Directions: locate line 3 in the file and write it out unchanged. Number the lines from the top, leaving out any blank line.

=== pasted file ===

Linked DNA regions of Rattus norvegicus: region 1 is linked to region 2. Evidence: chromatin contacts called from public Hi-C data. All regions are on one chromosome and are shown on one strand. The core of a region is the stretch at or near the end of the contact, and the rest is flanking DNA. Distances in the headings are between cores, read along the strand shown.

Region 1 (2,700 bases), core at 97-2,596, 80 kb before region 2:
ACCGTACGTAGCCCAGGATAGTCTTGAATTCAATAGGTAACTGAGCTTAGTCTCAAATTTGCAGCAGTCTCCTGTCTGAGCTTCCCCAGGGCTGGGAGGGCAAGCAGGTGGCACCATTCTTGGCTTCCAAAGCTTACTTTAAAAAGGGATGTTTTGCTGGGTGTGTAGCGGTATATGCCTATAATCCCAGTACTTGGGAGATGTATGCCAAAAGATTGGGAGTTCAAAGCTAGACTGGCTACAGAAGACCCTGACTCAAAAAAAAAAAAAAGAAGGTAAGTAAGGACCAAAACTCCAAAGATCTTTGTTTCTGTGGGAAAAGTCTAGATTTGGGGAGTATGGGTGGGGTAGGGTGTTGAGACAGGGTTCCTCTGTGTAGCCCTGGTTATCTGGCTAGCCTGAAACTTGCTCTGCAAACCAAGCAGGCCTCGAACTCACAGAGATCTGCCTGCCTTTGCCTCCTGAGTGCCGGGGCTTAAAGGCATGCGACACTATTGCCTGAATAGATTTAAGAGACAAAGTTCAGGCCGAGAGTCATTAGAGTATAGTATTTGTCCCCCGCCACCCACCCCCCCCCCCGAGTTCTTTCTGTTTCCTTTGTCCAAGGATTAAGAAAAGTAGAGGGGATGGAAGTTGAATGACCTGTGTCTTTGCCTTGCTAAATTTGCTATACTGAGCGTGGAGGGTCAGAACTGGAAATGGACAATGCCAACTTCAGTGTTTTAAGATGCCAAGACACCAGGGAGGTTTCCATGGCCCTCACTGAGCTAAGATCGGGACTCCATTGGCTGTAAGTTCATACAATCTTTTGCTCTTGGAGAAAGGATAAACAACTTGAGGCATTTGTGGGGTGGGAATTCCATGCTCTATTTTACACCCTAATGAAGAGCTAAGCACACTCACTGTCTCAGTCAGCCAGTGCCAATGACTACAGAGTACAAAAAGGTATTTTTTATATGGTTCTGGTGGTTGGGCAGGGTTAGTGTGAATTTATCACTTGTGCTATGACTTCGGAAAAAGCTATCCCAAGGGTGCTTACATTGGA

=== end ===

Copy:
ACCGTACGTAGCCCAGGATAGTCTTGAATTCAATAGGTAACTGAGCTTAGTCTCAAATTTGCAGCAGTCTCCTGTCTGAGCTTCCCCAGGGCTGGGAGGGCAAGCAGGTGGCACCATTCTTGGCTTCCAAAGCTTACTTTAAAAAGGGATGTTTTGCTGGGTGTGTAGCGGTATATGCCTATAATCCCAGTACTTGGGAGATGTATGCCAAAAGATTGGGAGTTCAAAGCTAGACTGGCTACAGAAGACCCTGACTCAAAAAAAAAAAAAAGAAGGTAAGTAAGGACCAAAACTCCAAAGATCTTTGTTTCTGTGGGAAAAGTCTAGATTTGGGGAGTATGGGTGGGGTAGGGTGTTGAGACAGGGTTCCTCTGTGTAGCCCTGGTTATCTGGCTAGCCTGAAACTTGCTCTGCAAACCAAGCAGGCCTCGAACTCACAGAGATCTGCCTGCCTTTGCCTCCTGAGTGCCGGGGCTTAAAGGCATGCGACACTATTGCCTGAATAGATTTAAGAGACAAAGTTCAGGCCGAGAGTCATTAGAGTATAGTATTTGTCCCCCGCCACCCACCCCCCCCCCCGAGTTCTTTCTGTTTCCTTTGTCCAAGGATTAAGAAAAGTAGAGGGGATGGAAGTTGAATGACCTGTGTCTTTGCCTTGCTAAATTTGCTATACTGAGCGTGGAGGGTCAGAACTGGAAATGGACAATGCCAACTTCAGTGTTTTAAGATGCCAAGACACCAGGGAGGTTTCCATGGCCCTCACTGAGCTAAGATCGGGACTCCATTGGCTGTAAGTTCATACAATCTTTTGCTCTTGGAGAAAGGATAAACAACTTGAGGCATTTGTGGGGTGGGAATTCCATGCTCTATTTTACACCCTAATGAAGAGCTAAGCACACTCACTGTCTCAGTCAGCCAGTGCCAATGACTACAGAGTACAAAAAGGTATTTTTTATATGGTTCTGGTGGTTGGGCAGGGTTAGTGTGAATTTATCACTTGTGCTATGACTTCGGAAAAAGCTATCCCAAGGGTGCTTACATTGGA